I’ve talked about my “mood disorders” and my “diagnoses” and my “anxiety,” but I don’t think I’ve really explained what life is like, day-to-day. So here’s how it works:
I feel anxious every day, to some degree. I almost never panic. What’s the difference? Anxiety happens around something real, like a job interview. Everyone feels anxious about a job interview, right? That’s normal. I feel anxious about the job interview and then anxious about whether or not I am qualified and then about whether or not I should have written a different cover letter and then about whether or not I will ever find any job and then about the money I spent on the cup of coffee in my hand, which I clearly shouldn’t have spent because I’m about to be jobless forever and poor. Not so normal. It’s a lot better than it used to be; it used to spiral from anxiety about a job to panic that I was a fraud and totally incompetent and didn’t deserve a job, all in about five minutes. As you might imagine, I’ve cancelled a number of job interviews in my life. I cancelled because I had worked myself into an anxiety attack. During an attack, I’ll cry hysterically and start to hyperventilate, often sitting on the floor clutching my hair. It’s painful. I usually have to sleep afterwards.
A panic attack is different in one essential quality: there is no discernible reason for me to sit on the floor in the bathroom, crying. Sure, the example above is a completely disproportionate reaction to the job interview. But it’s an extreme version of the emotion that everyone feels before a job interview. In college, I once came home from a perfectly fun night out, went into the bathroom to wash my face, took one look in the mirror and burst into tears. It took me over an hour to calm down. I still have no idea what triggered that panic attack. The kinds of thoughts that race through my mind during a panic attack have a general theme of self-hatred, but I don’t need a reason. The bathroom sink, the front door, the coffee machine. These have all driven me to tears. I haven’t had a panic attack since I started taking Klonopin. You might understand if I’m nervous about going off the drug. The panic attack can’t get going, you see, if the physical symptoms don’t start it. A good cry doesn’t turn into panic if the medication keeps my brain from sending crazy electrical signals that say “you can’t breath!” or make me dizzy.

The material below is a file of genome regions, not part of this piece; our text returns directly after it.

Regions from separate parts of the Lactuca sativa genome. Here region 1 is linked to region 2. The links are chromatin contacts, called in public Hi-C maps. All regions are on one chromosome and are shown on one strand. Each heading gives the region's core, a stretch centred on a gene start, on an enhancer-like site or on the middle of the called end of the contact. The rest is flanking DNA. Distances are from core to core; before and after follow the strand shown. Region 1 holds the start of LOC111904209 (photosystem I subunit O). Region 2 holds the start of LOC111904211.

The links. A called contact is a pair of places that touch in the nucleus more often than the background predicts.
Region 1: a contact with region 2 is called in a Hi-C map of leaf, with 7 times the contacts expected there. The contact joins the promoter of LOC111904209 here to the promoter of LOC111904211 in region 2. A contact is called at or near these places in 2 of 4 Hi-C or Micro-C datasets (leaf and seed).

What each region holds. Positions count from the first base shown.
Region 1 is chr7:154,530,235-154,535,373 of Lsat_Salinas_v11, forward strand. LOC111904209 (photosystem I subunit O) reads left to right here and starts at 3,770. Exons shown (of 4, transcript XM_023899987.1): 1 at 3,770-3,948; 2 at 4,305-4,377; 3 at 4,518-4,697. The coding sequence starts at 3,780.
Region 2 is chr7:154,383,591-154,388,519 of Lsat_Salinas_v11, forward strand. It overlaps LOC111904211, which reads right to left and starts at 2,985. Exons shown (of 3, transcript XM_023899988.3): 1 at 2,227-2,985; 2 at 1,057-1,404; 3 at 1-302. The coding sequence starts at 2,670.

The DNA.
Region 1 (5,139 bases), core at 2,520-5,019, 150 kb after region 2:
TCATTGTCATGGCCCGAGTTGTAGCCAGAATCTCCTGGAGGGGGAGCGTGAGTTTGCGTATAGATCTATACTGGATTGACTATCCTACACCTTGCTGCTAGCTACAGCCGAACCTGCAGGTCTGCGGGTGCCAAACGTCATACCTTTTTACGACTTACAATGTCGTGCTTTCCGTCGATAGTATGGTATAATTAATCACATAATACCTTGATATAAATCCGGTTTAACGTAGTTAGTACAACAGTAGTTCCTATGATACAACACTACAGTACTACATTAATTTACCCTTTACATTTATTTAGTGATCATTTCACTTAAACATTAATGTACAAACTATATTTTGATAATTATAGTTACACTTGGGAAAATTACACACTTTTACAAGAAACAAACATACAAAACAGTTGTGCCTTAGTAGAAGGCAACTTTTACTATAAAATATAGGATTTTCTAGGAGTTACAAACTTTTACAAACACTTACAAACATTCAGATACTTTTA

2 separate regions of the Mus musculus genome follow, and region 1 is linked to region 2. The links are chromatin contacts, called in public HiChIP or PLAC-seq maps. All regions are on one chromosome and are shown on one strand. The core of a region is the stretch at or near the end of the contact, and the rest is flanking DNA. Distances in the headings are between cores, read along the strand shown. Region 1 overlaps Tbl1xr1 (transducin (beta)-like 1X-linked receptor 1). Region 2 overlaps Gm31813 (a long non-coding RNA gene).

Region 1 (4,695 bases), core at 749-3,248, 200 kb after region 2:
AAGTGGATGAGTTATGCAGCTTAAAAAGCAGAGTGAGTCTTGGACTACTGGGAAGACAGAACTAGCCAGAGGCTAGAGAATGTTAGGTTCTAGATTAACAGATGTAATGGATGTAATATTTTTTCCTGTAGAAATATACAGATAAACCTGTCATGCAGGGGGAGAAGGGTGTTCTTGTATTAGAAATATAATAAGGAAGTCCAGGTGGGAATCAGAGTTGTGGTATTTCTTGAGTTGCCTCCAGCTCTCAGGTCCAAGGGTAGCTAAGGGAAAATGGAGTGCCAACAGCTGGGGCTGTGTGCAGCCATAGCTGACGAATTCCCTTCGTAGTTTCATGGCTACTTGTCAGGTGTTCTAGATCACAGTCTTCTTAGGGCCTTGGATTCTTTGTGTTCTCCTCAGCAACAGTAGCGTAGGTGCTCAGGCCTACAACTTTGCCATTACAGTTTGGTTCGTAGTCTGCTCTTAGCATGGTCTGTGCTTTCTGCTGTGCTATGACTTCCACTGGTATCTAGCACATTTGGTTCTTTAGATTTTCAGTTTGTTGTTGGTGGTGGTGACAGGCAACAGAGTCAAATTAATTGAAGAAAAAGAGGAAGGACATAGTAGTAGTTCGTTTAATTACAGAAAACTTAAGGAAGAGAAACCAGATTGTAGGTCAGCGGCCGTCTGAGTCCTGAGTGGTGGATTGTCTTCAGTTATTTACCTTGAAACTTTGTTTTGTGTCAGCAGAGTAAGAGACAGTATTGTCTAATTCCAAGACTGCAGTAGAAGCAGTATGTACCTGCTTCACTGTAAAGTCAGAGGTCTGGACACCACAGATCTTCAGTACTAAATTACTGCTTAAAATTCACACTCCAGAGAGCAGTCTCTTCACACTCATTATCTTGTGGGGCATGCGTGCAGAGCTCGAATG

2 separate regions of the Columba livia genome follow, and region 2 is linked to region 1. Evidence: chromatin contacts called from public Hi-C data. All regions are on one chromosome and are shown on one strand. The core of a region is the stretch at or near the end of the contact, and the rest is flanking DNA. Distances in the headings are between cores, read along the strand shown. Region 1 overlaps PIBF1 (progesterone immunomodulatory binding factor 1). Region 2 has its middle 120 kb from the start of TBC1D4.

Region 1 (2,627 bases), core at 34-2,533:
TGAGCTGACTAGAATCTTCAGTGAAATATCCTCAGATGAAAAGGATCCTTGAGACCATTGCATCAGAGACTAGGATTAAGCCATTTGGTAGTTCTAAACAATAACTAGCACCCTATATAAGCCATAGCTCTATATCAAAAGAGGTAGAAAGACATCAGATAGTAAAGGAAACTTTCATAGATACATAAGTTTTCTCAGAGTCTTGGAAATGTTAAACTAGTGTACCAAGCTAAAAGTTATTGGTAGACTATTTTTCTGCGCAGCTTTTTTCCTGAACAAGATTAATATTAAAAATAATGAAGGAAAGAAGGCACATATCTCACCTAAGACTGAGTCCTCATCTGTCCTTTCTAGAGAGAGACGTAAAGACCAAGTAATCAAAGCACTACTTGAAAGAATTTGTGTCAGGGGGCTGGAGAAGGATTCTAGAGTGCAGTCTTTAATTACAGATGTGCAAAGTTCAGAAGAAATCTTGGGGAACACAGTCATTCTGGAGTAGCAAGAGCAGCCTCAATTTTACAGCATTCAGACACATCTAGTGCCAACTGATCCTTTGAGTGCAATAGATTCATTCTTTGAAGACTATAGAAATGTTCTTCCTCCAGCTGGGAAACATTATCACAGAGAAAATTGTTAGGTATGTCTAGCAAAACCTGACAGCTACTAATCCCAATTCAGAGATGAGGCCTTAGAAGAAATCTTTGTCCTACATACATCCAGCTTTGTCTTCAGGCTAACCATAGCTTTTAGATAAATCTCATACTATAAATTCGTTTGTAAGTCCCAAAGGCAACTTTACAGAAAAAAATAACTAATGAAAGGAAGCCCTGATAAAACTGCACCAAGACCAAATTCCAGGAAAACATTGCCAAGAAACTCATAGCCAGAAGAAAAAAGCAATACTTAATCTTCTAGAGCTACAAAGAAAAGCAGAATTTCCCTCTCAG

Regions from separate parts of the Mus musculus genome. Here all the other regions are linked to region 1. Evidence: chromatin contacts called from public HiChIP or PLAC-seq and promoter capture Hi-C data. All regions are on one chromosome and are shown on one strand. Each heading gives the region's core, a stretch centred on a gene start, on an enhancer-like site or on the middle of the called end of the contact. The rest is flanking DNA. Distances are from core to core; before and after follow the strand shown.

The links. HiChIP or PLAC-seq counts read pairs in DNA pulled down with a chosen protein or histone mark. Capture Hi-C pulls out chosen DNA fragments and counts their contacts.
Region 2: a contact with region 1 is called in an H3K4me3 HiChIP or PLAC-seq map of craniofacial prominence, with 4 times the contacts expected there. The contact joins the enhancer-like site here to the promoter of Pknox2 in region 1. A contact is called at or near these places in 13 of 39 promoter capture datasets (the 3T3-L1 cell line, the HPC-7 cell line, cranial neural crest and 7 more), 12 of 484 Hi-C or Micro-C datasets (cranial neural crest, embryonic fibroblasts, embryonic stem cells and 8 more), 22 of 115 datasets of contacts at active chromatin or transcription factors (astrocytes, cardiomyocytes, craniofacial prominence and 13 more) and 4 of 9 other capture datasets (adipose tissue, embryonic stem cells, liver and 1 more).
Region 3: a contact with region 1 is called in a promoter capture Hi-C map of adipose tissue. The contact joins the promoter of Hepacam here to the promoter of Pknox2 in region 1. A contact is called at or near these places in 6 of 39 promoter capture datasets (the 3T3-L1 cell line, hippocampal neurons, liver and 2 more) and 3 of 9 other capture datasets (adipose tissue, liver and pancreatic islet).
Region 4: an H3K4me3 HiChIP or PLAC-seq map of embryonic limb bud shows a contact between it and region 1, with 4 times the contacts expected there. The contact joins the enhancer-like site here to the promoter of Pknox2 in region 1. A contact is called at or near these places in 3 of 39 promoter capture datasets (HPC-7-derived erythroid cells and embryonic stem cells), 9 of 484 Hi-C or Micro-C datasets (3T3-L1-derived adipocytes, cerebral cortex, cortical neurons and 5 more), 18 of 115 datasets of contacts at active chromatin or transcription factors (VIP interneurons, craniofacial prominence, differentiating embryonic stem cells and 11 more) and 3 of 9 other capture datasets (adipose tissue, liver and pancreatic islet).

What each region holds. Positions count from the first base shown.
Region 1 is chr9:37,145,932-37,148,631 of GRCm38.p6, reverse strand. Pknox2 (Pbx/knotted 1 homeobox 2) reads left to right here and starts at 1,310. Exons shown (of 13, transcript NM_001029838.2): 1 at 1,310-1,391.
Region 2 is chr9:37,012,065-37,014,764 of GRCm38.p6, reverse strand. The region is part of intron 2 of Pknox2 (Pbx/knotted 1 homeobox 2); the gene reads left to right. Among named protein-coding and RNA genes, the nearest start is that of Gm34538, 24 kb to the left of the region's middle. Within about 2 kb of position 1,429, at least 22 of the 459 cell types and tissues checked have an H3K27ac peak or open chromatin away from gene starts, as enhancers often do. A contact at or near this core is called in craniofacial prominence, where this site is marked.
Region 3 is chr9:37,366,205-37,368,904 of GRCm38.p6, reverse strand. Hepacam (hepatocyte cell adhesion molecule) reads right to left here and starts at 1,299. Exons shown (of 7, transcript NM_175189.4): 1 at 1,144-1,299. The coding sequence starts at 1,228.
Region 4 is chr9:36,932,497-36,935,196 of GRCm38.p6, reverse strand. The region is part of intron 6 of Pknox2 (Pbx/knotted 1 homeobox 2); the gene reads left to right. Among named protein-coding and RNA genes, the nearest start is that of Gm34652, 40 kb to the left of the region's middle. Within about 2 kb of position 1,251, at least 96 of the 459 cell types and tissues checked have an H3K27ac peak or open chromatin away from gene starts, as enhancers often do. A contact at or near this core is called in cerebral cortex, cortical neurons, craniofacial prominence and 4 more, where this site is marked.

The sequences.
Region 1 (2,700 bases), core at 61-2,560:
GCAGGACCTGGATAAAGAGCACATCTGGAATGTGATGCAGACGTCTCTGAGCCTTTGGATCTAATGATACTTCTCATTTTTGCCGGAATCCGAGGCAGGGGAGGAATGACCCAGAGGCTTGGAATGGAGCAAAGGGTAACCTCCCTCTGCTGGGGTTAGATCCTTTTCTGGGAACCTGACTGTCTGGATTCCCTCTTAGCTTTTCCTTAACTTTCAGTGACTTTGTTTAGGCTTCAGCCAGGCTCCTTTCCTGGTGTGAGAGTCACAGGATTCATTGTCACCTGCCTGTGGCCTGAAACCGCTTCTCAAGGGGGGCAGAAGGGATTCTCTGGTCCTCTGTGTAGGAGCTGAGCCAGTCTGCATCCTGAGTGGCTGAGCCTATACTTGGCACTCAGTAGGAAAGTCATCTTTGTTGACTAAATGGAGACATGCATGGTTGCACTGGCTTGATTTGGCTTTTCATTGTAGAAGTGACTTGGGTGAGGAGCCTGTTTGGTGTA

I do not experience depression unless I stop dealing with the anxiety, start feeling panic, go deep into denial and, essentially, start giving up. Depression happened because I tried to pretend that the anxiety wasn’t there. I was pretending because I thought that it wasn’t normal, it would go away, I could just work harder and make it stop. The diagnosis is Major Depressive Disorder, however, because depression is the place I go when I am extremely discouraged. I stop getting out of bed. I cry a lot. I don’t eat much. It follows me because I know I will go back there if I allow anxiety to take over my life again. That’s not the reaction that most people have, so it’s a disorder.
“Mood disorder” is the umbrella term for each of these more specific disorder for an obvious reason: my mood stops matching the situation and becomes very dark. Psychosis is not a mood disorder; during a psychotic state, people see, hear, believe, know, things that aren’t real. It’s not about the mood so much as the thoughts. Anxiety, panic and depression are all about the mood you’re in when something happens. They’re sneaky because they live inside my reactions to my life. A perfectly normal reaction can turn into an anxiety attack, especially when I’m vulnerable. When I’m sick, have had a series of migraines, have not been to therapy in awhile, then it’s harder to say “no” to the thought “you are not good enough.” The thought spins around, in it’s various, highly detailed permutations, until it has spun my mood out of control. It takes an awful lot of work to turn that mood around.
It looks so hard when I write it all out. It is difficult, I suppose. But my alternatives are worse. And I just got used to doing that work, once I learned how. I’m still learning. I know that the analogy I’m about to share is a little bit silly, but my therapist in college came up with it and it just describes what I’m learning to do so well. She said that it’s like I have been walking through the woods, and suddenly here’s this path. It’s not going anywhere. There’s no destination. But since I’m walking through these woods anyway, it’s really a lot easier to walk on the path. I lose it sometimes and end up fighting my way through stray branches, roots, rocks and dense trees. But I find it and get back on. And keep walking.